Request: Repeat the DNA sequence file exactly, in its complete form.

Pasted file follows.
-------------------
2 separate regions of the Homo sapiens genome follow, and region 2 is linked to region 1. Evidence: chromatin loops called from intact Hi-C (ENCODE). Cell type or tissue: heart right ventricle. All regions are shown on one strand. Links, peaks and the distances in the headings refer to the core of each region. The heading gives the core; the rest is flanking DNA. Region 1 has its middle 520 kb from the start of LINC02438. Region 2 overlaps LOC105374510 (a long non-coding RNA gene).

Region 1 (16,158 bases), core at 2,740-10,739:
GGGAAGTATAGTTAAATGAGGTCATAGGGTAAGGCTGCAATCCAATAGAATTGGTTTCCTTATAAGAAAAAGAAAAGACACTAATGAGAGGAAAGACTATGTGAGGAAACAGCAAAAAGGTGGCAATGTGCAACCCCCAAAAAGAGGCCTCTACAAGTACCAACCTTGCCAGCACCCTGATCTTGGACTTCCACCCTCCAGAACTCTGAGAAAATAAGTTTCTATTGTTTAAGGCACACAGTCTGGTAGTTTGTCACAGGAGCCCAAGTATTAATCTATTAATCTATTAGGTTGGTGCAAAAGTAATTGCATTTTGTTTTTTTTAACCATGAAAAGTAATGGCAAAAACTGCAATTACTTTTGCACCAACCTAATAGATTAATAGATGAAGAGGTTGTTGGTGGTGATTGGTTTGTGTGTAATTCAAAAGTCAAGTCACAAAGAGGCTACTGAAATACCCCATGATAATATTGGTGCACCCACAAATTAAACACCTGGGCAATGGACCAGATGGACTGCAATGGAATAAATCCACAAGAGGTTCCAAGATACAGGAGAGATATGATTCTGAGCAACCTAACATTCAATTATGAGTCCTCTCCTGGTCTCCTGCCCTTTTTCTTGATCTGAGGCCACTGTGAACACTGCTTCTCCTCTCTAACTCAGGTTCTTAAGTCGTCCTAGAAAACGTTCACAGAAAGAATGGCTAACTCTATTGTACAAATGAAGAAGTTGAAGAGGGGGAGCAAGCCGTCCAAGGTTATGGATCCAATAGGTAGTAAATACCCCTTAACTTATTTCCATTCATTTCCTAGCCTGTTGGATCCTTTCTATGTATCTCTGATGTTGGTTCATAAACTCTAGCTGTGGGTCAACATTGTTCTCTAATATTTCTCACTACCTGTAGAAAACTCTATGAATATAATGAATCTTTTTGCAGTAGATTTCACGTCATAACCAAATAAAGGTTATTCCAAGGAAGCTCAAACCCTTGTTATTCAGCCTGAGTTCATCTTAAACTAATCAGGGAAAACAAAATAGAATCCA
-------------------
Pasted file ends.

2 separate regions of the Homo sapiens genome follow, and region 2 is linked to region 1. Evidence: chromatin loops called from intact Hi-C (ENCODE). Cell type or tissue: heart right ventricle. All regions are shown on one strand. Links, peaks and the distances in the headings refer to the core of each region. The heading gives the core; the rest is flanking DNA. Region 1 has its middle 520 kb from the start of LINC02438. Region 2 overlaps LOC105374510 (a long non-coding RNA gene).

Region 1 (16,158 bases), core at 2,740-10,739:
GGGAAGTATAGTTAAATGAGGTCATAGGGTAAGGCTGCAATCCAATAGAATTGGTTTCCTTATAAGAAAAAGAAAAGACACTAATGAGAGGAAAGACTATGTGAGGAAACAGCAAAAAGGTGGCAATGTGCAACCCCCAAAAAGAGGCCTCTACAAGTACCAACCTTGCCAGCACCCTGATCTTGGACTTCCACCCTCCAGAACTCTGAGAAAATAAGTTTCTATTGTTTAAGGCACACAGTCTGGTAGTTTGTCACAGGAGCCCAAGTATTAATCTATTAATCTATTAGGTTGGTGCAAAAGTAATTGCATTTTGTTTTTTTTAACCATGAAAAGTAATGGCAAAAACTGCAATTACTTTTGCACCAACCTAATAGATTAATAGATGAAGAGGTTGTTGGTGGTGATTGGTTTGTGTGTAATTCAAAAGTCAAGTCACAAAGAGGCTACTGAAATACCCCATGATAATATTGGTGCACCCACAAATTAAACACCTGGGCAATGGACCAGATGGACTGCAATGGAATAAATCCACAAGAGGTTCCAAGATACAGGAGAGATATGATTCTGAGCAACCTAACATTCAATTATGAGTCCTCTCCTGGTCTCCTGCCCTTTTTCTTGATCTGAGGCCACTGTGAACACTGCTTCTCCTCTCTAACTCAGGTTCTTAAGTCGTCCTAGAAAACGTTCACAGAAAGAATGGCTAACTCTATTGTACAAATGAAGAAGTTGAAGAGGGGGAGCAAGCCGTCCAAGGTTATGGATCCAATAGGTAGTAAATACCCCTTAACTTATTTCCATTCATTTCCTAGCCTGTTGGATCCTTTCTATGTATCTCTGATGTTGGTTCATAAACTCTAGCTGTGGGTCAACATTGTTCTCTAATATTTCTCACTACCTGTAGAAAACTCTATGAATATAATGAATCTTTTTGCAGTAGATTTCACGTCATAACCAAATAAAGGTTATTCCAAGGAAGCTCAAACCCTTGTTATTCAGCCTGAGTTCATCTTAAACTAATCAGGGAAAACAAAATAGAATCCA